By Maria Saporta
First in a two-part series about the future of the Metro Atlanta Chamber’s headquarters building
Back in November 1985, the Atlanta Chamber of Commerce revealed its desire to build and own a home of its own.
Instead of just being a tenant in a downtown office building (at the time, its lease was running out in the Omni International office building). Media mogul Ted Turner was turning the complex into CNN Center and the headquarters for Turner Broadcasting System.
Now 30 years later, the situation has turned upside down. CNN Center is getting emptier by the day. And the Metro Atlanta Chamber is in negotiations to sell its building on the edge of Centennial Olympic Park to the Georgia World Congress Center.
Sometimes living and working in Atlanta can be so disorienting when few developments ever really seem to be planted in the ground.
Back in 1985, the executives who then were heading up the Atlanta Chamber decided it was time for the business association to build its own stand-alone home downtown.
“For a 125-year-old organization, it probably makes sense for us to own our own facility, especially since we plan to be around for another 125 years,” said Gerald Bartels, who in 1985 was the chamber’s top executive. “The increased visibility and accessibility will help us to better serve our members. With the number of visitors that come to Atlanta these days, we need visibility and accessibility to better serve the community.”
So business leaders raised the money and found a site across Marietta Street from the Omni International hotel.
To truly envision what a pioneering move it was, try to rewind the clock 30 years. At the time, the property between the Omni and the downtown hotel district was a sea of surface parking lots sprinkled with mostly-vacant one-story or two-story industrial buildings.
It would not be an exaggeration to say that this was one of the least attractive spots in downtown Atlanta.
But a couple of years later, the Atlanta Chamber’s building opened for business.
No one knew at the time that in September 1990 Atlanta would be selected to host the 1996 Summer Olympic Games or that in 1994 the city’s visionaries believed the area surrounding the Chamber building would make a wonderful new downtown park – a gathering place during the Games and a magnet for future development in the central city.
In fact, in preparation for the Olympics, the Chamber expanded its building and developed a rooftop terrace overlooking the new Centennial Olympic Park.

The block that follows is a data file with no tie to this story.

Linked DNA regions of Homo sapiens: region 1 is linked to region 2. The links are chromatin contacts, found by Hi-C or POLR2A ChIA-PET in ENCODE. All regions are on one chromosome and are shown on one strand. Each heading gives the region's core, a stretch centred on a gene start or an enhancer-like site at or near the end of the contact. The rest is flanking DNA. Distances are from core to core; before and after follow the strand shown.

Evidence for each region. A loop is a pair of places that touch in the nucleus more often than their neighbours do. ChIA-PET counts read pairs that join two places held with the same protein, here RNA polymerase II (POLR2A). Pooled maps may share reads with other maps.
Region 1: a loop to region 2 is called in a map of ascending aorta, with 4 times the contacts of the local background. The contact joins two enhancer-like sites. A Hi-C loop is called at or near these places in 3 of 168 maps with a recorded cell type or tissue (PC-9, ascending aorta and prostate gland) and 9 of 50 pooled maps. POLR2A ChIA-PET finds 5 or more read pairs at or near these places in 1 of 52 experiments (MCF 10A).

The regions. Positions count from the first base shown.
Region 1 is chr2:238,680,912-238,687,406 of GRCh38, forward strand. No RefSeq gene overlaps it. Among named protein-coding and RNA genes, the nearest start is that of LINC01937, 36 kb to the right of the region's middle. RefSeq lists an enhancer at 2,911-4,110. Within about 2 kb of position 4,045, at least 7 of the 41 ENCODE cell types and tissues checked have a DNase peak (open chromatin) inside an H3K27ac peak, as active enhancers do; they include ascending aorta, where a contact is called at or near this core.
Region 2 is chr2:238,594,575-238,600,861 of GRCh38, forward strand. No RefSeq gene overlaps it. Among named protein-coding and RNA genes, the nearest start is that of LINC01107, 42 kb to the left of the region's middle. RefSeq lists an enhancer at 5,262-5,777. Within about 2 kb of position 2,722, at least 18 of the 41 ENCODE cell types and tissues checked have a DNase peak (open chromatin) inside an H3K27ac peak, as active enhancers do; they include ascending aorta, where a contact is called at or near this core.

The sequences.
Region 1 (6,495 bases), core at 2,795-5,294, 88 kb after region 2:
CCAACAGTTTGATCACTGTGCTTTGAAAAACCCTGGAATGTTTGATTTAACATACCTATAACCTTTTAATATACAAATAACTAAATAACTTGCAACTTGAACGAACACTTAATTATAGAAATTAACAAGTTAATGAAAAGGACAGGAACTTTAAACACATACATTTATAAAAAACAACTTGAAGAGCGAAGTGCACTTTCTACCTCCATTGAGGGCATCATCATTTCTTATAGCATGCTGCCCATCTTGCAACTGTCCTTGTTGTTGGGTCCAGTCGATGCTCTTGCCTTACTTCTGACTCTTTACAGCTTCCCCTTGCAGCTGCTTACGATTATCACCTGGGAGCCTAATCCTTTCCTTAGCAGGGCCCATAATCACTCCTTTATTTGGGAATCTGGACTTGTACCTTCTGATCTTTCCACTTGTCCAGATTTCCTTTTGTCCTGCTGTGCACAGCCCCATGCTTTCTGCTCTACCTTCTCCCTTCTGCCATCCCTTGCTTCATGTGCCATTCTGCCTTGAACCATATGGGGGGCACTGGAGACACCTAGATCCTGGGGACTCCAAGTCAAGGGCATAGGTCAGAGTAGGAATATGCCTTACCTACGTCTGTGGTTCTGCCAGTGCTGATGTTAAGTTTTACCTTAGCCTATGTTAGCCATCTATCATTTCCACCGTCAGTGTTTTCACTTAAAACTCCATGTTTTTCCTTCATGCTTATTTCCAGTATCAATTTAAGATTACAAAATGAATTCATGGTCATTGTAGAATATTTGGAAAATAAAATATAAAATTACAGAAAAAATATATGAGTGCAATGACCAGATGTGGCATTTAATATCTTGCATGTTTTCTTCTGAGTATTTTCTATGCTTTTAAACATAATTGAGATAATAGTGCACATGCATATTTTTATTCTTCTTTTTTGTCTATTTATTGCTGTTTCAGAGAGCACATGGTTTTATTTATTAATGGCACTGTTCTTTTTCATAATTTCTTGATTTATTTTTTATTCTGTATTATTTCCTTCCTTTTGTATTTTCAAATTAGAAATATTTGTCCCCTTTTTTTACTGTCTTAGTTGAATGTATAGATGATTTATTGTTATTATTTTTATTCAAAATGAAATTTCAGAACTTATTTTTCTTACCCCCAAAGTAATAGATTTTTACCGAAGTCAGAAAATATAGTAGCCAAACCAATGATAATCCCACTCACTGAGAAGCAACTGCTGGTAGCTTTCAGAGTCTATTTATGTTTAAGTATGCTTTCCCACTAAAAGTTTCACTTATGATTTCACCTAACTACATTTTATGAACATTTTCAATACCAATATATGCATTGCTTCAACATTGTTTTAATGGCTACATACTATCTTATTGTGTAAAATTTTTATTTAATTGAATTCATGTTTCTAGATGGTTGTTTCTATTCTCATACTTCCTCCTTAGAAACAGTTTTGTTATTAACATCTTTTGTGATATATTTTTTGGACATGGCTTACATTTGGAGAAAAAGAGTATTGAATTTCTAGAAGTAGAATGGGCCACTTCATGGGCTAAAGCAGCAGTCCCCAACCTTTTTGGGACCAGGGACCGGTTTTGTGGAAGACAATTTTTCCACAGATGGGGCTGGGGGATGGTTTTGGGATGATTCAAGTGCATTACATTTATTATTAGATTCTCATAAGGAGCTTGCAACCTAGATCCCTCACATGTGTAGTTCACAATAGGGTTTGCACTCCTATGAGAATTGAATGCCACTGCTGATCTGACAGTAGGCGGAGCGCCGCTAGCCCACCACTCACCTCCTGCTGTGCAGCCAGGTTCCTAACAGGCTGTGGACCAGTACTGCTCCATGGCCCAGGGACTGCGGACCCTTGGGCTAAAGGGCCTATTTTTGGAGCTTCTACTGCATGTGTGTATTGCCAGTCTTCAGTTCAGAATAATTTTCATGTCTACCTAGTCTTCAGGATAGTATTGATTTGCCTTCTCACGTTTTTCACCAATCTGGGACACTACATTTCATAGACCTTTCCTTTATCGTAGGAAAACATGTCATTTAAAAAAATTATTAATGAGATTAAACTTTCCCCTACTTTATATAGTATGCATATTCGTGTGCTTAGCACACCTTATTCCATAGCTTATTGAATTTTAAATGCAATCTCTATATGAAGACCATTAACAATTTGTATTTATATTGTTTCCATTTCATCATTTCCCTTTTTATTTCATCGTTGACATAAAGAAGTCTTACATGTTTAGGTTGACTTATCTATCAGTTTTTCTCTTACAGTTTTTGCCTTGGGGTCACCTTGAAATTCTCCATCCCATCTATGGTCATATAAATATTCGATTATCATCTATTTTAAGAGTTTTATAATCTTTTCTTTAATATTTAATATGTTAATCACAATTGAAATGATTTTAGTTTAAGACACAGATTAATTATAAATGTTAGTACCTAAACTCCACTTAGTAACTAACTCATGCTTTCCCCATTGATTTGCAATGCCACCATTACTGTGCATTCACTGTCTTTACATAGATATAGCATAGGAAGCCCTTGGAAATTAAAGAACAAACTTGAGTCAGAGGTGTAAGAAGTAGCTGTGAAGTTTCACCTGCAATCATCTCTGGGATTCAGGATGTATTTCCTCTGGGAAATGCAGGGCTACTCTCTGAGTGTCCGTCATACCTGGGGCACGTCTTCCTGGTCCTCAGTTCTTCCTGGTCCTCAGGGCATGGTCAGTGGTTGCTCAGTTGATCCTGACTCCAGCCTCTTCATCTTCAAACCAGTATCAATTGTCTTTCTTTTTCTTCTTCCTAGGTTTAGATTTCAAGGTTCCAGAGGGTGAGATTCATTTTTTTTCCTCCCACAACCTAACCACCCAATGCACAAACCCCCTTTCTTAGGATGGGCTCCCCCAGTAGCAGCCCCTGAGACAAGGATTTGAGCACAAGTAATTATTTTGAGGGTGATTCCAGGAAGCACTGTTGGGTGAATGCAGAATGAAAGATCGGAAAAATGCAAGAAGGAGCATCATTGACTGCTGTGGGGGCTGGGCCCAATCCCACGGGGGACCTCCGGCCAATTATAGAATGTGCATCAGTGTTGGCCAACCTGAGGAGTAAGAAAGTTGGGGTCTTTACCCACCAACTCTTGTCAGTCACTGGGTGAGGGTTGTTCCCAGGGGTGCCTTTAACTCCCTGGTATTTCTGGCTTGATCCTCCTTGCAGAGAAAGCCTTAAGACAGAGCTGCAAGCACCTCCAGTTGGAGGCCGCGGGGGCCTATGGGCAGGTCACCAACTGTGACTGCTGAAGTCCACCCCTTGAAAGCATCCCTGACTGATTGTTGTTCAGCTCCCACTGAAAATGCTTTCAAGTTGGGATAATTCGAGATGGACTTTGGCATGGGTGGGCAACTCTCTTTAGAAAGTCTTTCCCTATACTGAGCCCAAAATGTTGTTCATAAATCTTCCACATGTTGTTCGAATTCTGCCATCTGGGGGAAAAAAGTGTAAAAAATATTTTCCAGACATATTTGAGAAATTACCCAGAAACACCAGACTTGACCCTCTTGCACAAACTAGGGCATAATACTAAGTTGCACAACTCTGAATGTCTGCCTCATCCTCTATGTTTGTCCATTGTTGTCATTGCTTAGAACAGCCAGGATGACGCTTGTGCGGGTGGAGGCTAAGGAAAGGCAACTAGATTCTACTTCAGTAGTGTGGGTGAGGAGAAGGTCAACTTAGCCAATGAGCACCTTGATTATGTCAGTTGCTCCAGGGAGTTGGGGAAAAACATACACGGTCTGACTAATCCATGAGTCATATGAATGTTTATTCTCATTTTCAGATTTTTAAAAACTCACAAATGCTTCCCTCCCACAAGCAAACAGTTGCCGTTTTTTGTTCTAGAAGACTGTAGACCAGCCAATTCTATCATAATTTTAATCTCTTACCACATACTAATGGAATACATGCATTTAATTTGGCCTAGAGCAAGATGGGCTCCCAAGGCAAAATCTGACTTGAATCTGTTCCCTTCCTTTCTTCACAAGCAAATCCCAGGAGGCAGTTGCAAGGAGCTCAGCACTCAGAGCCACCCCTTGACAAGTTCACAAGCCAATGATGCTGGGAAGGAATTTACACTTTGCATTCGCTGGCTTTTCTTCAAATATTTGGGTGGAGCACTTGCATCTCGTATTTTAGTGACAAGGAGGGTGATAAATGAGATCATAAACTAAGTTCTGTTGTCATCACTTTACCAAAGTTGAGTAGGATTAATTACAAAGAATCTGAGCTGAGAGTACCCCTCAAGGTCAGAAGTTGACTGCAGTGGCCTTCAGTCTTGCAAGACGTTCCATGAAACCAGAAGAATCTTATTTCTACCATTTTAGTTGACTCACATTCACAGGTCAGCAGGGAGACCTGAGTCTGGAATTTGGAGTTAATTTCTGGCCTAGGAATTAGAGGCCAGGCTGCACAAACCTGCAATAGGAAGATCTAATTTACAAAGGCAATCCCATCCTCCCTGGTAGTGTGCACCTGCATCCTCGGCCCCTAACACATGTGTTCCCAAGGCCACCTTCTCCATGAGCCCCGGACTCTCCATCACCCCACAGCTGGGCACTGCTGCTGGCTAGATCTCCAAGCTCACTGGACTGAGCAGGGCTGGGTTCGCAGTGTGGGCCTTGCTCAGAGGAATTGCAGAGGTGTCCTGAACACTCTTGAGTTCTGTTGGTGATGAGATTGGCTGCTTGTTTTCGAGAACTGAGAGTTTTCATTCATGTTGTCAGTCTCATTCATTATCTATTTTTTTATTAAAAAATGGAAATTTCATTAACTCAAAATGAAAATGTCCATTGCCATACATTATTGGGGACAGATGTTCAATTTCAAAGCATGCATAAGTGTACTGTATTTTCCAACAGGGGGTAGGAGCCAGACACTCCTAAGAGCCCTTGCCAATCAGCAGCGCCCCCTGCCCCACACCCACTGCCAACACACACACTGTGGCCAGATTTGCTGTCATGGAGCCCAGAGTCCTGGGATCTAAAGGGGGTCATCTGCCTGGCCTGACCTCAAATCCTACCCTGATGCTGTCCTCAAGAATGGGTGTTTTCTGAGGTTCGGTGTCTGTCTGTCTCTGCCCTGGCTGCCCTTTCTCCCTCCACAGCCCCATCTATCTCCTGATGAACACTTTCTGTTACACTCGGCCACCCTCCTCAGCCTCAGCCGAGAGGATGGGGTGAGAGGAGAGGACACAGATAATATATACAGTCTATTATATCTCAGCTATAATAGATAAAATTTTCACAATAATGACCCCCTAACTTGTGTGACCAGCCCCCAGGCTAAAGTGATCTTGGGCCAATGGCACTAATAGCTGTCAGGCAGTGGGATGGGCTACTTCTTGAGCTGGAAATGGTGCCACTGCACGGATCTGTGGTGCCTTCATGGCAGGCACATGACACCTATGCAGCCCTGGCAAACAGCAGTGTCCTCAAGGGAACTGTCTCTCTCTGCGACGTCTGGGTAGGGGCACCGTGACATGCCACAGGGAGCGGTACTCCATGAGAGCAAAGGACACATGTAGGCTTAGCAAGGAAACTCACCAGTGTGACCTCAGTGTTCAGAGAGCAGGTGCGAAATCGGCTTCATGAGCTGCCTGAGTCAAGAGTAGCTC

In many ways, the building of the Metro Atlanta Chamber literally was in the catbird seat. National television stations broadcast their shows from the building during the Olympics. Daily press conferences gave local, national and international media a run down of how Atlanta was handling the event.
And then, when the world’s eyes focused on the bombing at Centennial Olympic Park during the middle of the Games, the Chamber building again was strategically positioned – in the center of it all. Business leaders a decade earlier certainly had made a fortuitous decision when they decided to locate a stand-alone Chamber building in that location.
It has been exactly 19 years since Atlanta hosted the Summer Olympic Games. Since then, billions of dollars in new development has popped up around Centennial Olympic Park – with few signs that it is slowing down.
The Georgia Aquarium, the new World of Coca-Cola, the Center for Civil and Human Rights and the College Football Hall of Fame are just some of the new attractions encircling the park.
Add condo towers and apartment buildings with new hotels and restaurants, and the area has been totally transformed from how it was three decades ago.
But all this success could be squeezing the Metro Atlanta Chamber out of its home.
The Georgia World Congress Center has ambitious plans to refurbish Centennial Olympic Park and to create a grand new entrance into the city’s convention center. As part of the refurbishment, the GWCC is proposing acquiring the Chamber building, tearing it down and turning the site into park space. One reason given early on was to provide a clear vista to the College Football of Fame from across the park.
Officials from the Metro Atlanta Chamber are going along with the plan – thinking they might as well just become tenants in some downtown office building.
Meanwhile, as someone who has seen how the Chamber building has evolved over the decades, I must say that the rooftop terrace is one of the most special places to go in the city.
Back in 2003, the late J.B. Fuqua donated $700,000 so that the Metro Atlanta Chamber could build a roof structure to partially enclose the rooftop terrace. The penthouse perch has become a popular spot to entertain and host special events.
Every 4th of July, the Georgia World Congress Center invites special guests to the rooftop terrace to watch one of the most spectacular fireworks displays in the region.
This year’s Independence Day event was especially poignant because I couldn’t help but wonder – will this be the last year that we as a city will be able to enjoy this most special perch?
Oh Atlanta – a city that is constantly in motion – developing, building, demolishing, rebuilding. And as we reach another transient end, I wonder when we will start building a city of permanence.
Next week’s column will explore the pros and cons of the Metro Atlanta Chamber plans to sell its building. Does the Chamber lose part of its brand and visibility if it doesn’t have its own building? And does it make sense to part ways with such a prime piece of real estate – especially now when this part of downtown has become such a wonderful vista for promoting Atlanta?